Where women are concerned, then, minimalist clothing advice is aimed at tamping down on overabundant desire. Rather than taking your inspiration from that awesome scarf on the woman at the coffee shop this morning, you’re to restrict yourself to sensible basics. Are you A Woman? You require The Navy Blazer, The Pencil Skirt, and so forth, and be sure to pay full price for each.
While messages of disaster might grab readers’ attention, they come with the same problem as technical and scientific writing. Both communicate through environmentalism, not creation. Sustainable fashion is perpetually presented differently from what is considered ‘normal’ fashion, so much even, that it has come to represent its opposite. It’s as if there are only two camps – either you write about hemp and trees and farmers, or you write about silk and champagne and popstars.
If Hilfiger had a genius, it was less about saying something radically or interestingly new with clothing than about understanding how to curate, translate and market niche aesthetics for a broader audience. His enthusiasm for countercultural fashion, it soon became clear, was opportunistic rather than philosophical. His was a fundamentally pop genius, dependent on his ability to give the mainstream just as much edge and titillation and fantasy as it could handle, but no more.
In 2017, the collaboration has become as common as the collection. It generates unfailing press, both critical and laudatory. In both scenarios, interest tends to hinge on the brands’ differences, on the inherent edginess of uniting them. In the case of Louis Vuitton and Supreme, the story is that the former brings to the table old-world prestige (and high prices), the latter irreverent youthfulness (and fans rabid enough to pay them). Yet it’s worth asking: how different are Supreme and Louis Vuitton, actually?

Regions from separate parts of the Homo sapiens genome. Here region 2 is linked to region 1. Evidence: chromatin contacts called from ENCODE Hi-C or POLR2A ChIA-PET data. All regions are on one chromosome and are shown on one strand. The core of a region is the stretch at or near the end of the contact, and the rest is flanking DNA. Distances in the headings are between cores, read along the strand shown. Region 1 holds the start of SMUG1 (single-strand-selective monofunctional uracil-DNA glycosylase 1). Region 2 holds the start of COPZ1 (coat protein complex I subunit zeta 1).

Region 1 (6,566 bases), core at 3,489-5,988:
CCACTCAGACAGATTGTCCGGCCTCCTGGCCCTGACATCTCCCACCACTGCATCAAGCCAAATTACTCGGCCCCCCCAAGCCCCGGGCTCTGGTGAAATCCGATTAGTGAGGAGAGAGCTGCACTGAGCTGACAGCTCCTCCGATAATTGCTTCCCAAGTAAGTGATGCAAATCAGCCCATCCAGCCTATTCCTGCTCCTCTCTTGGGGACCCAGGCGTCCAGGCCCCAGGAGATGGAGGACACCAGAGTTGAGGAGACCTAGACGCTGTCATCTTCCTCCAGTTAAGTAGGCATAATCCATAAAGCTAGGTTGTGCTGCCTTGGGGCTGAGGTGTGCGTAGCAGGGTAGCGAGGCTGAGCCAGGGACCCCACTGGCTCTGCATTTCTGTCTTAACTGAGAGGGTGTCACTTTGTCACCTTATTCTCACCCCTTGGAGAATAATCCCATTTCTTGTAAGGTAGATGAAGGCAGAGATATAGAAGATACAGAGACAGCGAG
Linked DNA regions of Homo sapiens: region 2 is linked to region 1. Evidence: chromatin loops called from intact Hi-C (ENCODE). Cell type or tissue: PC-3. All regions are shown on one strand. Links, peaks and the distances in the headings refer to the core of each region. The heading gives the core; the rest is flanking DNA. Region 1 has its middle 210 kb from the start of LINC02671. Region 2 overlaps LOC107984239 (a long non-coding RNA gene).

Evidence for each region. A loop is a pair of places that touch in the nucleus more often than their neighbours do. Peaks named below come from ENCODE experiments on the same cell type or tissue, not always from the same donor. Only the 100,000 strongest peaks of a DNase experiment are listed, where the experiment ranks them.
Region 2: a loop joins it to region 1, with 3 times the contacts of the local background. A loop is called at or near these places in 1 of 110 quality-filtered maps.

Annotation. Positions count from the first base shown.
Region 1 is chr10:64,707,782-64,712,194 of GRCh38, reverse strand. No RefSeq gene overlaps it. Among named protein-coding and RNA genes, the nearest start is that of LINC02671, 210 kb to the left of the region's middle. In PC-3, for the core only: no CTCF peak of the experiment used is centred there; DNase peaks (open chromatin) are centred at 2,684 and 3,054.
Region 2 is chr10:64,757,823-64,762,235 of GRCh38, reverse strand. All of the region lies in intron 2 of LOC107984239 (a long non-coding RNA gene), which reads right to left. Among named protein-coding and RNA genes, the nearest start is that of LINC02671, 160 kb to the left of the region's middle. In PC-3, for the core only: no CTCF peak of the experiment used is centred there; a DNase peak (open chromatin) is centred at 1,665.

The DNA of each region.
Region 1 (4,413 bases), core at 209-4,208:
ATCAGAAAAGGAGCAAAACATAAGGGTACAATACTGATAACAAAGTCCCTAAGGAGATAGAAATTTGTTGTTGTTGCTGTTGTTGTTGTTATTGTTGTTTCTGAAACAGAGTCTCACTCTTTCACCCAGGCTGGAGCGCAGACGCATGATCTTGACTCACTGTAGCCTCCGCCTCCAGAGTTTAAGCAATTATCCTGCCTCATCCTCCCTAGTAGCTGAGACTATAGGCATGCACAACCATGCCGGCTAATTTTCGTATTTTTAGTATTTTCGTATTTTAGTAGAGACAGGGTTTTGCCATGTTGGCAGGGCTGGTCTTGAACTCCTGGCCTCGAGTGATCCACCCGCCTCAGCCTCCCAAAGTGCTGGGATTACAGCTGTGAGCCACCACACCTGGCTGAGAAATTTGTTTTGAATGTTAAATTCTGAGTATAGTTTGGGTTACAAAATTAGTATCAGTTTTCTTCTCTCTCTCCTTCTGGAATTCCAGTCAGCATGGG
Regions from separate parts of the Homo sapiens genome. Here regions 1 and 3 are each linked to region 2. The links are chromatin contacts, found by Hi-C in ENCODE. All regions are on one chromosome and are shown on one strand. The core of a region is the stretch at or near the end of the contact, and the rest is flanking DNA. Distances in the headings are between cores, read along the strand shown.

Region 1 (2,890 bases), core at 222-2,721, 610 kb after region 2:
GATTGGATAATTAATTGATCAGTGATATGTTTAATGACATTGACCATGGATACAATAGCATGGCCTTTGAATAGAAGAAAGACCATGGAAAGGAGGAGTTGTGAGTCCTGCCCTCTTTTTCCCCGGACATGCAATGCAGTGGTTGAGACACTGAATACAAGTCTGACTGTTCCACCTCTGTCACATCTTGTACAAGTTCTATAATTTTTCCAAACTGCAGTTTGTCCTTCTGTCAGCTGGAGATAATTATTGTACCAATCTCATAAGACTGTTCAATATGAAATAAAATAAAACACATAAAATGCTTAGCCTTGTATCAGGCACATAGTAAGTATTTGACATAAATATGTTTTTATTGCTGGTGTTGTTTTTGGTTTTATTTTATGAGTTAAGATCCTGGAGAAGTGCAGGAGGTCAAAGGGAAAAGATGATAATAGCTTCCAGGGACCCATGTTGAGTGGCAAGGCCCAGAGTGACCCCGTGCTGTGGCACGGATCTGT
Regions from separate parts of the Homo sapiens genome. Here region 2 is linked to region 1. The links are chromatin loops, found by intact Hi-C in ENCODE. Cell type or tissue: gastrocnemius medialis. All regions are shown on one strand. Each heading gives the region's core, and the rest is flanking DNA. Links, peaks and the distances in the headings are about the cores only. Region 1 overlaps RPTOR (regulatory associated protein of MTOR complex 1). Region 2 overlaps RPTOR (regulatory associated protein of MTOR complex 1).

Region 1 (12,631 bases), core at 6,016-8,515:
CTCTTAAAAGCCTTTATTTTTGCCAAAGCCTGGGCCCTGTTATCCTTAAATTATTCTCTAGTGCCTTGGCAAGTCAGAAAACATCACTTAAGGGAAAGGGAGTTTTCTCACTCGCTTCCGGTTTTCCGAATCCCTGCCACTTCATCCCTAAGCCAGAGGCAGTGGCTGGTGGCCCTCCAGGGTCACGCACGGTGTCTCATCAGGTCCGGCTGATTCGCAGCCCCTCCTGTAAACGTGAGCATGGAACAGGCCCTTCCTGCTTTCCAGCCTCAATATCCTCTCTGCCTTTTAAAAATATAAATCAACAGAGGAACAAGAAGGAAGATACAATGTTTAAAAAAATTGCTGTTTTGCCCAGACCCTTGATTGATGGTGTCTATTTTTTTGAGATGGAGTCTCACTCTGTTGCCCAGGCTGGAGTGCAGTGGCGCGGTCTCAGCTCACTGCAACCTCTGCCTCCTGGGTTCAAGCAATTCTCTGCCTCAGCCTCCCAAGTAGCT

There’s like, a hundred different grades of industrial wipers. The best kind of wipers were made from men’s underwear, called gansies. For jeans, nowadays it’s all about torn this and torn that, but thirty years ago pair of jeans with a hole in the knees used to be cut up and sold to the Navy. You’d clean your machinery with these wipers. Looking for vintage is like looking for a needle in a haystack. One year the Japanese want over-sized printed T-shirts, the next year they want super small ones. The dredge of the industry for one period was men’s polyester pants. Those used to sell for six cents a pound. Ten years later, those same pants were worth $15 a piece.
Recently, the trend on Sean Cody is flat-fronted shorts and soft, monochrome shirts. The clothes match the sets, which are full of sand, taupe and gray in what a friend of mine refers to as the ‘Starbucks regency’ look – bulky, plain furniture you’d find in your local coffee shop. Far from the scuzzy, sweaty-jockstrap, sling-in-a-basement aesthetic of much gay porn, Sean Cody’s look is more timeshare promotion video. Dean ejaculates on a gunmetal grey rug with a white, interlocking diamond pattern, possibly from West Elm or CB2.
If the fashion show and pose are essentially historic, tied to the modernist movement of the twentieth century, then maybe the erasure of the fashion poses from the runway in our own time reflects the cultural trends of the twenty-first century. Today’s catwalk models no longer pose. And what use is the mannequin’s pose in this age of livestreaming and Instagram, when the preservative nature of modern media has expunged the transient nature of the event altogether? Weaving up and down the runway, models today become wholly defined by their motion.